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Print version ISSN 0085-5626
Rev. Bras. entomol. vol.56 no.2 São Paulo Apr./June 2012 Epub May 31, 2012
A new species of Callistethus from Mexico (Coleoptera, Melolonthidae, Rutelinae)
Una nueva especie de Callistethus de México (Coleoptera, Melolonthidae, Rutelinae)
Andrés Ramírez-PonceII; Miguel Ángel MorónI
IInstituto de Ecología A. C. Apdo. Postal 63, Xalapa, Veracruz 91000, México. firstname.lastname@example.org
IIPosgrado en Ciencias Biológicas. Instituto de Ecología. Universidad Nacional Autónoma de México. Circuito exterior s/n. Ciudad Universitaria, Copilco-Coyoacán, 04510, México D. F.
Callistethus tlapanecus, a new species collected in pine forest located at 2160 meters of altitude in eastern mountains of the state of Guerrero, Mexico is described. The morphological characters that distinguish it from other Mexican and Central American species are discussed. The diagnostic characters are illustrated, and a key to Mexican species of Callistethus is also included.
Keywords: Central America; shiny chafer beetles; taxonomy.
Se describe Callistethus tlapanecus, nueva especie colectada en bosques de pino situados a 2160 metros de altitud en las montañas orientales del estado de Guerrero, México. Se comentan los caracteres morfológicos que distinguen a esta especie de otras especies mexicanas y centroamericanas de Callistethus. Se ilustran los caracteres diagnósticos y se incluye una clave para separar las especies mexicanas de Callistethus.
Palabras-clave: Centroamérica; mayates brillantes; taxonomía.
The genus Callistethus was proposed by Blanchard (1851) and included only one species from Nepal, C. consularis Blanchard, 1851. Since then, a few other Asiatic species have been described in this genus, such as C. stoliczkae Sharp, 1878, C. seminitidus Fairmaire, 1889, C. pterygophorus Ohaus, 1903, and C. tumidicauda Arrow, 1912.
Machatschke (1957, 1972) transferred to Callistethus 130 Asiatic, African and American species originally described in the genera Anomala Samouelle, 1819, Euchlora MacLeay, 1819, Mimela Kirby, 1823, Popillia Dejean, 1821, Spilota Burmeister, 1844, and Spileuchlora Ohaus, 1903. Following the above cited author, Morón (1997) listed six Mexican species of Anomalini as members of Callistethus. Morón & Nogueira (1998, 2002) recognized this genus as a valid taxon for the American fauna describing a new species, but Jameson et al. (2003) commented on the possible paraphyly between Anomala and Callistethus. However, our phylogenetic studies based on species of 18 genera of Anomalini from around the world supported the monophyly of Callistethus allowing a new diagnosis for it (Ramírez-Ponce & Morón 2009).
Only two species with complete uniform coloration distributed in Mexico have the new diagnostic characters of Callistethus in agreement with Ramírez-Ponce & Morón (2009): C. lepidus Burmeister, 1844 from the mountains of Guatemala and southern Chiapas, Mexico, and C. pseudolepidus Morón & Nogueira, 2002 from the mountains of northern Oaxaca, Mexico. During the study of the Colección Nacional de Insectos, Instituto de Biología, UNAM (CNIN), we found specimens collected in the state of Guerrero, Mexico that represent a new species of Callistethus, described in this paper.
The terminology, characters and criteria used in the description are those of Ramírez-Ponce & Morón (2009). In this work we applied the phylogenetic species concept (Wheeler & Platnick 2000). Drawings were made with the aid of a camera lucida and stereomicroscope; measurements were obtained with an ocular micrometer and with electronic caliper. Photographs were taken with a multifocal microscope Leica Z16AP0A and a Leica camera DFC 490 using the Leica Application Suites software and form part of the "Irekani" digital database (http://unibio.unam.mx/irekani/index.jsp), under the coordination of the Unidad de Informática para la Biodiversidad (UNIBIO), Instituto de Biología, UNAM, Mexico. Studied specimens are deposited at CNIN (UNAM, City of Mexico) and at MXAL/IEXA (M. A. Morón collection, Xalapa, Veracruz, Mexico).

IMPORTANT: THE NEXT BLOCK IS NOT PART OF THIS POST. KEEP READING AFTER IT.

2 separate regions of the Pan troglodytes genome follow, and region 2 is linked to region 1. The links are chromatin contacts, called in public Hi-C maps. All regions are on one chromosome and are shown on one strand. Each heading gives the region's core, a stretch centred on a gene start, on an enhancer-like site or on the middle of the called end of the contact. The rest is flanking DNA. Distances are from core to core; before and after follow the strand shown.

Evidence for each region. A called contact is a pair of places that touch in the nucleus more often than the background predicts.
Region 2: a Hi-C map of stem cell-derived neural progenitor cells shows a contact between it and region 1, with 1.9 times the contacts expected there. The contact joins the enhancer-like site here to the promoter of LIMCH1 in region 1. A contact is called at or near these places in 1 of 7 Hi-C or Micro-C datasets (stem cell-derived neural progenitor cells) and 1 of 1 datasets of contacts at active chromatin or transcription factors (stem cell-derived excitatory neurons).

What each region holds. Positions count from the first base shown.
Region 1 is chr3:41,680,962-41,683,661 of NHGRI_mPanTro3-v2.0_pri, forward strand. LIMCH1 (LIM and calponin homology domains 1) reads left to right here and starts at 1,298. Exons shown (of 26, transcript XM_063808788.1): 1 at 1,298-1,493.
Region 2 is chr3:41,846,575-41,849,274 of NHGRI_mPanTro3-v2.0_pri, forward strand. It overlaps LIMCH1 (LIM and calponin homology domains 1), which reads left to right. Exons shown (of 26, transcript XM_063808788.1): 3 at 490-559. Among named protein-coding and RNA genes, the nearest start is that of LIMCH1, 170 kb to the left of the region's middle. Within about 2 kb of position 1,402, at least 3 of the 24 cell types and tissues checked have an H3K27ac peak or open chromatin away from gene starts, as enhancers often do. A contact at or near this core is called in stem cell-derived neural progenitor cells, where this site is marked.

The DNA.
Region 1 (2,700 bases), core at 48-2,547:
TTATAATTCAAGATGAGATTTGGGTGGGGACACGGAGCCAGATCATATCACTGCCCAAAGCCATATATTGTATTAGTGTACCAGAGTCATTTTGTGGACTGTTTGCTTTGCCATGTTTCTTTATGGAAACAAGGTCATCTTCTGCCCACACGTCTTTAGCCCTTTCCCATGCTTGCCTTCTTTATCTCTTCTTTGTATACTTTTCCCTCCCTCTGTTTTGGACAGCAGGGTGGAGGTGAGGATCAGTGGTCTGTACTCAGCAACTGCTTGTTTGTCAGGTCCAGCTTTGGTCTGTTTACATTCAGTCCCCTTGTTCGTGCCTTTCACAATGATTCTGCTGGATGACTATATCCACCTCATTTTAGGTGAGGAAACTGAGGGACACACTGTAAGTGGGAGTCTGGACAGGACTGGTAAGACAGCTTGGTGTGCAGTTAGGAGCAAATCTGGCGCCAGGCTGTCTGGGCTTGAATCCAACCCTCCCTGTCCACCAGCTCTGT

Callistethus tlapanecus sp. nov.
Type material. Holotype and paratype. Holotype male at CNIN labeled (a) "México: Guerrero, Tlapa, Km 69 Tlapa-San Luis Acatlán desv. a Xochiatenco "17°08'59"N, 98°41' 21"W, 2162 msnm, 14/VI/2006, H. Brailovsky y L. Cervantes" (printed), (b) our holotype red label (handwritten). Male genitalia card mounted. Paratype male at MXAL/IEXA, same data, except (b) our paratype yellow label (handwritten). Male genitalia and mouthparts card mounted.
Etymology. From indigenous nahuatl language "Tlapa", ancient name of the locality where the type specimens were collected; "tlapanecus" inhabitant of Tlapa.
Diagnosis. The new species is distinguished from C. lepida (Chiapas, México and Guatemala), C. pseudolepidus (Oaxaca, Mexico) and other species from Colombia, Costa Rica and Panama by the following combination of morphological characters: clypeus clearly subrectangular with straight anterior margin and surface with irregular dense, deep punctures; pronotum with abundant deep punctures; elytra with ten well marked longitudinal striae and apical calla much prominent; mesometasternal process long, slightly constricted near the base, in lateral view curved upwards with acute apex; metasternum with abundant yellow setae at sides; legs stout, with protarsi swollen; inner protarsal claw with lower bifurcation 3-4 times wider that the upper bifurcation; parameres short with apex sinuate and narrowed, with dorsal and ventral surfaces punctate; body color uniformly dark green.